One of my main reasons for wanting to visit Morocco was to finally try authentic Moroccan food and I was certainly not disappointed! Here is my list of delicious Moroccan food I recommend trying when you visit this amazing country.
A tagine is probably the most famous Moroccan dish known. The dish gets its name from the tagine clay pots they are cooked in. Tagines can be seen cooking delicious food all over Morocco containing chicken, beef, lamb, fish and even vegetable only dishes.
Couscous, or Seksu, is probably the second most well known Moroccan food. It is usually cooked with many spices, the main being cumin. The dish can be served with meat or vegetables. Traditionally in Morocco couscous is only served on a Friday but is widely available in restaurants for tourists to try any night of the week.
Crusty Bread, or khobz, which is baked in communal wood-fire ovens is an important element of every Moroccan meal. It is traditionally broken up to be used to scoop up food and to soak up sauce.
Pastilla, or b’stilla, is a meat pie traditionally filled with Pigeon, although now chicken and almond is the most common version. It originates from Fes but is served all over Morocco. The pie is made from layers of paper thin pastry and dusted with icing sugar to give it a sweet taste.
Morocco is the second largest producer of olives and so has a huge variety on offer. Usually served as an appetiser to a meal you can find olives in any medina or souk in Morocco.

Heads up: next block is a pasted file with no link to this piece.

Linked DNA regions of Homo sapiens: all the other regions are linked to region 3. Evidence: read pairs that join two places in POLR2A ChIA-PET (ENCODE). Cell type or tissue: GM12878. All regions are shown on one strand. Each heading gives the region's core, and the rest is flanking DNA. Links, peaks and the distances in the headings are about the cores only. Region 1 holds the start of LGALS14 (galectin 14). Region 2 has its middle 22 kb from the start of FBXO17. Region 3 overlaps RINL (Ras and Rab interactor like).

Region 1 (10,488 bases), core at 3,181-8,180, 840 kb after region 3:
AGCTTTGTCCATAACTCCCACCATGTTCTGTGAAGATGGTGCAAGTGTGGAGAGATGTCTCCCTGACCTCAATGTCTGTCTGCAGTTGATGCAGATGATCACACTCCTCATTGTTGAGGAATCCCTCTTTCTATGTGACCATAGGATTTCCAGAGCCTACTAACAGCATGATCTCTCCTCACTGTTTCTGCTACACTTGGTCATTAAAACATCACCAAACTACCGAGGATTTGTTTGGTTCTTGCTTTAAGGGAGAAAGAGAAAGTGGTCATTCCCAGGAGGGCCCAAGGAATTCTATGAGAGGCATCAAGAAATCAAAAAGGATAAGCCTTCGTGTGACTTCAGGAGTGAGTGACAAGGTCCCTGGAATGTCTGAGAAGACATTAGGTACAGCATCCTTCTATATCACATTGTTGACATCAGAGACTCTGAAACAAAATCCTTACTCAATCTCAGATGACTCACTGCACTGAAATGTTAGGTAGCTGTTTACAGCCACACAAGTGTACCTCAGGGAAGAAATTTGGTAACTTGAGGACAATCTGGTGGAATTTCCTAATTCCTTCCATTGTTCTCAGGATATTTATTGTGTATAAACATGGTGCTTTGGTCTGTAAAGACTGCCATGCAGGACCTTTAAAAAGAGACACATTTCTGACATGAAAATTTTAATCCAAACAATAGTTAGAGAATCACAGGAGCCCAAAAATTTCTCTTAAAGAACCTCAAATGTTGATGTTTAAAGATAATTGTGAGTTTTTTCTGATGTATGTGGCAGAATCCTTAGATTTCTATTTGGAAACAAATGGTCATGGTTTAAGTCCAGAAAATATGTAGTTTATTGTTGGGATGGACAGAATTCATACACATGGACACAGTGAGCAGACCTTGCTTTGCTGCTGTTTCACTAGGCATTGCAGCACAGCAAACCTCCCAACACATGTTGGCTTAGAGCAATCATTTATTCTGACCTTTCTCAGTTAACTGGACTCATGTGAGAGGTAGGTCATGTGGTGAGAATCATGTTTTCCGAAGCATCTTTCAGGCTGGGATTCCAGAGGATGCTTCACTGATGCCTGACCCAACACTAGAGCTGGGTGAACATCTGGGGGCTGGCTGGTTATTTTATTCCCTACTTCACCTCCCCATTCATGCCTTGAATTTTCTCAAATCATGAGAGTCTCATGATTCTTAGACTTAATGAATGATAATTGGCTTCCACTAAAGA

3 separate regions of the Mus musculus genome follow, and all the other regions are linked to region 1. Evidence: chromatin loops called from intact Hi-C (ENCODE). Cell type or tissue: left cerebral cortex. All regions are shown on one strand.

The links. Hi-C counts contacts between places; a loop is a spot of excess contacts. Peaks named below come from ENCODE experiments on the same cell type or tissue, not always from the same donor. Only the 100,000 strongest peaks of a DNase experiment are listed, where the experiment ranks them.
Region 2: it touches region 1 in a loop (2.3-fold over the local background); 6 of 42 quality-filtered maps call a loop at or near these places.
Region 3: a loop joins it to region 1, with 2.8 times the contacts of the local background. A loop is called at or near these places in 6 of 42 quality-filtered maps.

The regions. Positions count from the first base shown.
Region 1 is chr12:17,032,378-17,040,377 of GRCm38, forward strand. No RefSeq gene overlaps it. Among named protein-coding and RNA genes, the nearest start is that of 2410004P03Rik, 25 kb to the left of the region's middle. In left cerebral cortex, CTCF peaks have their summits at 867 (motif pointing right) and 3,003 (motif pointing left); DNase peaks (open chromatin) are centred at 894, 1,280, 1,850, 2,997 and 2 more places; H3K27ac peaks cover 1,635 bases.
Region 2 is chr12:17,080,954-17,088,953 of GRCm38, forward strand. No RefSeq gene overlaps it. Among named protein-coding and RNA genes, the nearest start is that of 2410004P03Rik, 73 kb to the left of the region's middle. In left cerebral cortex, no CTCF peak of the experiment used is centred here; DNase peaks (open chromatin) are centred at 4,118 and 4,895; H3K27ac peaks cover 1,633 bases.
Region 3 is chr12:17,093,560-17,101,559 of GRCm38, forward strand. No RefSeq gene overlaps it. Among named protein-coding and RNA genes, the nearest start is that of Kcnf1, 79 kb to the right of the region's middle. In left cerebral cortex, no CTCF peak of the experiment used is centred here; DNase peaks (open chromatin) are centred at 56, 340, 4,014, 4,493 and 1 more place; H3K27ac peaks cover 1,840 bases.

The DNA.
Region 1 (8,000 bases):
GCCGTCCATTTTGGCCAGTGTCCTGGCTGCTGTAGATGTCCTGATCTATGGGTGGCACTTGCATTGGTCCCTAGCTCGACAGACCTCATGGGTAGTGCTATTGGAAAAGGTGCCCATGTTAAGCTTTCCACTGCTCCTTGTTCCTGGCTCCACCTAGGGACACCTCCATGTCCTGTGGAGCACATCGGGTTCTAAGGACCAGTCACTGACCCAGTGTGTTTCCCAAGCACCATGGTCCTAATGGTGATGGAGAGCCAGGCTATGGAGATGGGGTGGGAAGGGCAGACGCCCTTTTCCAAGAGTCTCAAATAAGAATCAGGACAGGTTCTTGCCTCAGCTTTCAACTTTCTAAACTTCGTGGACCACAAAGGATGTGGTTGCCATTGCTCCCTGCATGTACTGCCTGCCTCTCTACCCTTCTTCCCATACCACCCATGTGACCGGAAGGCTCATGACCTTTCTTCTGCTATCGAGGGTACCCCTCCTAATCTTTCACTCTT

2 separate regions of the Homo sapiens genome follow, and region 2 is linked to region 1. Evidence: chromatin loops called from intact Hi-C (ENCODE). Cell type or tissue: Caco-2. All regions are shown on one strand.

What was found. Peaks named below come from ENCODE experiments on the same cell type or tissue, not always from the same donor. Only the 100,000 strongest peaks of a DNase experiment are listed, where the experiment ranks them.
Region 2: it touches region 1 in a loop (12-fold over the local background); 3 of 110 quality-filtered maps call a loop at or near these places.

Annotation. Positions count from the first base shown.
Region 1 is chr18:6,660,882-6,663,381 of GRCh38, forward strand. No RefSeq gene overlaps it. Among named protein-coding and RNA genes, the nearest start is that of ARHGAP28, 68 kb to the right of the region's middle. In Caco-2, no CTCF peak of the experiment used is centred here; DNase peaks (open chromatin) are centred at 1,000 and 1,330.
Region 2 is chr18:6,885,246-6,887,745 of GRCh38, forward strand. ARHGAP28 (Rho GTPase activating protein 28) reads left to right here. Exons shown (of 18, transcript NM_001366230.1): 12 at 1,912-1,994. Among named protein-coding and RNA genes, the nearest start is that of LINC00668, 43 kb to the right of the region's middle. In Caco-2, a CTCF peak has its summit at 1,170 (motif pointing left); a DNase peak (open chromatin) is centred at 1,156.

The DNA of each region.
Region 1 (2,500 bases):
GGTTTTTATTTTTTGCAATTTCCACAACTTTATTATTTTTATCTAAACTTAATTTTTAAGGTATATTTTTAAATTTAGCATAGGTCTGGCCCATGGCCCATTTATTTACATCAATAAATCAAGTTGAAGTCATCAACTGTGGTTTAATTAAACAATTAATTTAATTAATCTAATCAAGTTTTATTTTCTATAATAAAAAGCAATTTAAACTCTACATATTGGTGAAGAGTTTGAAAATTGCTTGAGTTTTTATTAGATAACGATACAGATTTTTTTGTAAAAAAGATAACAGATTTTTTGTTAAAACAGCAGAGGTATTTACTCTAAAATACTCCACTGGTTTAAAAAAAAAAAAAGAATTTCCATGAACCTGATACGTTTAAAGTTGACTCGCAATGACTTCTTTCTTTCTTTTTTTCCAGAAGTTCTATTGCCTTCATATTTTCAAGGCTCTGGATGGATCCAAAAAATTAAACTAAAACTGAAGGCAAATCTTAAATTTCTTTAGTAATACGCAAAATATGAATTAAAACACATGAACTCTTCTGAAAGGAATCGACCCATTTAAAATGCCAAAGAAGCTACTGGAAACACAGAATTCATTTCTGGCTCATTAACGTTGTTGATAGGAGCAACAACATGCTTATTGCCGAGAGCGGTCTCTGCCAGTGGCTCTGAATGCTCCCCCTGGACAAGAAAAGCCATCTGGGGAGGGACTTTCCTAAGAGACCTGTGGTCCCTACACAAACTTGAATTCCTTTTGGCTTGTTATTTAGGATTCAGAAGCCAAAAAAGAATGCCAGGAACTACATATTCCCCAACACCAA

Harira is a traditional Moroccan soup that is mostly served during Ramadan. The recipes tend to vary but the dish is usually rich in tomatoes, chickpeas, lentils, spices and is finished off with a squeeze of lemon.
As Morocco is the world’s largest exporter of sardines it’s no surprise that these little fish are popular amongst locals and can be found all over the country. They are usually deep fried to make a tasty snack or side dish.
Kofta, or kefta, is a dish made by grinding meat, usually beef or lamb, before mixing it with spices. The meat is then grilled on a skewer, although is often taken off the skewers before serving. You will quite often find them served with a fried egg on top.
Aubergines (or eggplants) are sliced up into thin slices, dipped into a sweet paprika batter and then deep fried to make this tasty snack.
Bissara is a Moroccan soup made from dried fava-beans that is more commonly made in the colder months. It is typically topped with a drizzle of fresh olive oil and a sprinkle of cumin.
Zaalouk and Moroccan Salad
Moroccan salads play a big role in Moroccan cuisine as side dishes. Unlike Western salads, the vegetables are cooked. The most common is Zaalouk which is cooked aubergine, tomatoes, garlic, olive oil and spices.
Vendors selling snail soup can be found all across Morocco. Unlike traditional French snails which are cooked heavily in garlic, Moroccan snails are cooked with spices. Snail soup is eaten with a toothpick to get the snails out of the shell before slurping down the broth.
Riding a camel is something on many tourists Moroccan bucket list but for the locals camels are also a source of food. They can be cooked in a variety of ways with stuffed camel spleen being a popular choice amongst locals. Camel burgers are also starting to become a trendy option on menus for tourists.